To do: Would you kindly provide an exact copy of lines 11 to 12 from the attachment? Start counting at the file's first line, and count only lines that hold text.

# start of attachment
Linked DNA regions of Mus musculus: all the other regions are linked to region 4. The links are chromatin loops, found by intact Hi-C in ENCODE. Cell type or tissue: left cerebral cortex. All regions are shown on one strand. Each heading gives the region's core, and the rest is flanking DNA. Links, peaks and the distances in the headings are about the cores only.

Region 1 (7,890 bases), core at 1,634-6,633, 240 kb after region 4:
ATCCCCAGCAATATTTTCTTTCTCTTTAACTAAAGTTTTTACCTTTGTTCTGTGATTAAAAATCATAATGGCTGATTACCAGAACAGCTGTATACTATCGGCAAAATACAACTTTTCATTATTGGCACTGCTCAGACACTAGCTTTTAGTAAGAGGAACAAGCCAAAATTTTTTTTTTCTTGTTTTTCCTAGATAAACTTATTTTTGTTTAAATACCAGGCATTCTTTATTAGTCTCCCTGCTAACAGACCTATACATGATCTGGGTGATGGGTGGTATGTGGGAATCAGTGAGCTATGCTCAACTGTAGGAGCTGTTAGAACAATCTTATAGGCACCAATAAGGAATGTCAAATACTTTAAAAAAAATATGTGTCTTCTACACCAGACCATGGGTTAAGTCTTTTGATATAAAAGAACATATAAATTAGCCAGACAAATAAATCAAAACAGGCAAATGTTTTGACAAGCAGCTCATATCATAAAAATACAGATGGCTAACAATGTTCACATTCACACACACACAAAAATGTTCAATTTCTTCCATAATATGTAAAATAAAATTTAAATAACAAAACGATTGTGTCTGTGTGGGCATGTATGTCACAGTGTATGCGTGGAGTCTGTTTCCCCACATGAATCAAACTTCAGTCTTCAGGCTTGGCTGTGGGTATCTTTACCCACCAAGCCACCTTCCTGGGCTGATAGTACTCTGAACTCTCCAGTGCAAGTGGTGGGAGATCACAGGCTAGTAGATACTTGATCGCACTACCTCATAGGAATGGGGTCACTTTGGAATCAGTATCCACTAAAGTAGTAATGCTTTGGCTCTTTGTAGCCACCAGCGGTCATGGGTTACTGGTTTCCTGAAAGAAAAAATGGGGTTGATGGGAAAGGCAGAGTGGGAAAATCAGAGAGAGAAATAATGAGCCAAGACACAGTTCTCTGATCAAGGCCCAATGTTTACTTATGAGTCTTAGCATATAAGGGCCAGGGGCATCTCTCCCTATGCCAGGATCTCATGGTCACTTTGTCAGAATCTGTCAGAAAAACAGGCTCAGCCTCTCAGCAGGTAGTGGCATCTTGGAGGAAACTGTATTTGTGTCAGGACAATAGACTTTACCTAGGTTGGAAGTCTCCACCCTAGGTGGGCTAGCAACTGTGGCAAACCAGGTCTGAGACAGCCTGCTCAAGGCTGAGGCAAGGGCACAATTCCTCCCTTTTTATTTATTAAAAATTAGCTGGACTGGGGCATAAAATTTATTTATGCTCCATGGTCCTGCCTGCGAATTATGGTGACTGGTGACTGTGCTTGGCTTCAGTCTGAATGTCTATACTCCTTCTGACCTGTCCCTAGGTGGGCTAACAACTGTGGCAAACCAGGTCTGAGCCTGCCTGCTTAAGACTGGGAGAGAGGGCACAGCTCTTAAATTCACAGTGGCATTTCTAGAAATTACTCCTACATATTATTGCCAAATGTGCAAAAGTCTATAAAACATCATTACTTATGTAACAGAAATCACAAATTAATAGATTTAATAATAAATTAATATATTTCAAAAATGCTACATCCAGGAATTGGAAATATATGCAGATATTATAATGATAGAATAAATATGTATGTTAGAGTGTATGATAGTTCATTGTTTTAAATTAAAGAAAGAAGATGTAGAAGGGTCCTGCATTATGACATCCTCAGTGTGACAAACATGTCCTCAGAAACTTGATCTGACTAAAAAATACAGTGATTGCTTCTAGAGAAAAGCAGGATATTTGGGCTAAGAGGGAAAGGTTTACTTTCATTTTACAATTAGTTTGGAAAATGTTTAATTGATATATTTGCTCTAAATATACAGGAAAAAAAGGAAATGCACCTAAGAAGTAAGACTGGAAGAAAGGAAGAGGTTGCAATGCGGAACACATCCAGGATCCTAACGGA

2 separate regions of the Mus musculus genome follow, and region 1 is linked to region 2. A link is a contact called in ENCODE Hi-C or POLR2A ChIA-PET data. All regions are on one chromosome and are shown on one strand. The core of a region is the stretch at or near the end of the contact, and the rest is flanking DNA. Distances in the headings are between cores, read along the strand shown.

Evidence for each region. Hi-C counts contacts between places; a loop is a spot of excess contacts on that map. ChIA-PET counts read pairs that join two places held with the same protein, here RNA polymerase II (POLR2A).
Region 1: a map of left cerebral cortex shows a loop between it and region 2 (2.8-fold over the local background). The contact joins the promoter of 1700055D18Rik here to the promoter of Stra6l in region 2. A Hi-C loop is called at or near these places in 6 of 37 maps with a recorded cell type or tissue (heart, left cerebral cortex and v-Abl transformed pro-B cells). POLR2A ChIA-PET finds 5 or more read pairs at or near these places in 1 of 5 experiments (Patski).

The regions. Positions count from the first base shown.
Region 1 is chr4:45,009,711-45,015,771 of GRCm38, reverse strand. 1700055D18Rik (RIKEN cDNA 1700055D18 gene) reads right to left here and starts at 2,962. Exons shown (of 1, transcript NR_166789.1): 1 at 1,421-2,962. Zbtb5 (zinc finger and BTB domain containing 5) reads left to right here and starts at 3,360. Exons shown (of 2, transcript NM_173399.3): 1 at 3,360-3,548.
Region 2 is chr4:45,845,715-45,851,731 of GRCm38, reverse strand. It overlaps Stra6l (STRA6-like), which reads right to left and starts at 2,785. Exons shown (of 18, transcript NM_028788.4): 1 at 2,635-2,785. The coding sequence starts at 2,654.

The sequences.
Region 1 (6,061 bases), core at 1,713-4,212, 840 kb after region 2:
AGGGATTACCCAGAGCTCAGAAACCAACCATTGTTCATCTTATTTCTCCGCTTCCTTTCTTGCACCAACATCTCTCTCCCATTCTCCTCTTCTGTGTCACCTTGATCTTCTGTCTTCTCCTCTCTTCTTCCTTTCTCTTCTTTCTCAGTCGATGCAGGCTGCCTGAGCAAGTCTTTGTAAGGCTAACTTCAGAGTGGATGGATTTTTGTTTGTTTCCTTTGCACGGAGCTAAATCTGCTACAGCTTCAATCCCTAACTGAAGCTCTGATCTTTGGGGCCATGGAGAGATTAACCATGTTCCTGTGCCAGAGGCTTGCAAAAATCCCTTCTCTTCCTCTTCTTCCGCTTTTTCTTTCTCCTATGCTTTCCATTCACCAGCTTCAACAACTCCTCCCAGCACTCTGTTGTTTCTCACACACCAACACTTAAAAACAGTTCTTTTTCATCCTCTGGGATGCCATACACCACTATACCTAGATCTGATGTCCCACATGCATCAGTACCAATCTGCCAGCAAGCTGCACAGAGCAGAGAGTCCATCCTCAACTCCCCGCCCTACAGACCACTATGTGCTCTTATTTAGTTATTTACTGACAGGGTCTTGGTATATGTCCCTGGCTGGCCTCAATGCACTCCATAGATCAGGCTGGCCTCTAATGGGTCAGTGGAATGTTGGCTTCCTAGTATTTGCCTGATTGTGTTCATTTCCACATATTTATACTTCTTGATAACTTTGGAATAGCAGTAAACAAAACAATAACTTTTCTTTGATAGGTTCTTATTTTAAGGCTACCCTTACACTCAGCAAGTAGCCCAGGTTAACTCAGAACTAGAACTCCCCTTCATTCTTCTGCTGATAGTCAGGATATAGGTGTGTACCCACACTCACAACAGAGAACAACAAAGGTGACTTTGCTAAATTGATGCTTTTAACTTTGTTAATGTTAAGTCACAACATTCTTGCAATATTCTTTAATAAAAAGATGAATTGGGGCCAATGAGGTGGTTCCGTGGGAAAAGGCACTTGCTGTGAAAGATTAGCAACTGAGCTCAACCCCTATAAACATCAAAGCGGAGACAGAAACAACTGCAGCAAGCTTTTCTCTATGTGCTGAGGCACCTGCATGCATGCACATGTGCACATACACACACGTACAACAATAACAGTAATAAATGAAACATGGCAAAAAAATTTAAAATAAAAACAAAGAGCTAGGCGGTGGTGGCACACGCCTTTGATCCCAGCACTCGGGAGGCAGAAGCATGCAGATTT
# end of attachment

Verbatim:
Region 1 (6,061 bases), core at 1,713-4,212, 840 kb after region 2:
AGGGATTACCCAGAGCTCAGAAACCAACCATTGTTCATCTTATTTCTCCGCTTCCTTTCTTGCACCAACATCTCTCTCCCATTCTCCTCTTCTGTGTCACCTTGATCTTCTGTCTTCTCCTCTCTTCTTCCTTTCTCTTCTTTCTCAGTCGATGCAGGCTGCCTGAGCAAGTCTTTGTAAGGCTAACTTCAGAGTGGATGGATTTTTGTTTGTTTCCTTTGCACGGAGCTAAATCTGCTACAGCTTCAATCCCTAACTGAAGCTCTGATCTTTGGGGCCATGGAGAGATTAACCATGTTCCTGTGCCAGAGGCTTGCAAAAATCCCTTCTCTTCCTCTTCTTCCGCTTTTTCTTTCTCCTATGCTTTCCATTCACCAGCTTCAACAACTCCTCCCAGCACTCTGTTGTTTCTCACACACCAACACTTAAAAACAGTTCTTTTTCATCCTCTGGGATGCCATACACCACTATACCTAGATCTGATGTCCCACATGCATCAGTACCAATCTGCCAGCAAGCTGCACAGAGCAGAGAGTCCATCCTCAACTCCCCGCCCTACAGACCACTATGTGCTCTTATTTAGTTATTTACTGACAGGGTCTTGGTATATGTCCCTGGCTGGCCTCAATGCACTCCATAGATCAGGCTGGCCTCTAATGGGTCAGTGGAATGTTGGCTTCCTAGTATTTGCCTGATTGTGTTCATTTCCACATATTTATACTTCTTGATAACTTTGGAATAGCAGTAAACAAAACAATAACTTTTCTTTGATAGGTTCTTATTTTAAGGCTACCCTTACACTCAGCAAGTAGCCCAGGTTAACTCAGAACTAGAACTCCCCTTCATTCTTCTGCTGATAGTCAGGATATAGGTGTGTACCCACACTCACAACAGAGAACAACAAAGGTGACTTTGCTAAATTGATGCTTTTAACTTTGTTAATGTTAAGTCACAACATTCTTGCAATATTCTTTAATAAAAAGATGAATTGGGGCCAATGAGGTGGTTCCGTGGGAAAAGGCACTTGCTGTGAAAGATTAGCAACTGAGCTCAACCCCTATAAACATCAAAGCGGAGACAGAAACAACTGCAGCAAGCTTTTCTCTATGTGCTGAGGCACCTGCATGCATGCACATGTGCACATACACACACGTACAACAATAACAGTAATAAATGAAACATGGCAAAAAAATTTAAAATAAAAACAAAGAGCTAGGCGGTGGTGGCACACGCCTTTGATCCCAGCACTCGGGAGGCAGAAGCATGCAGATTT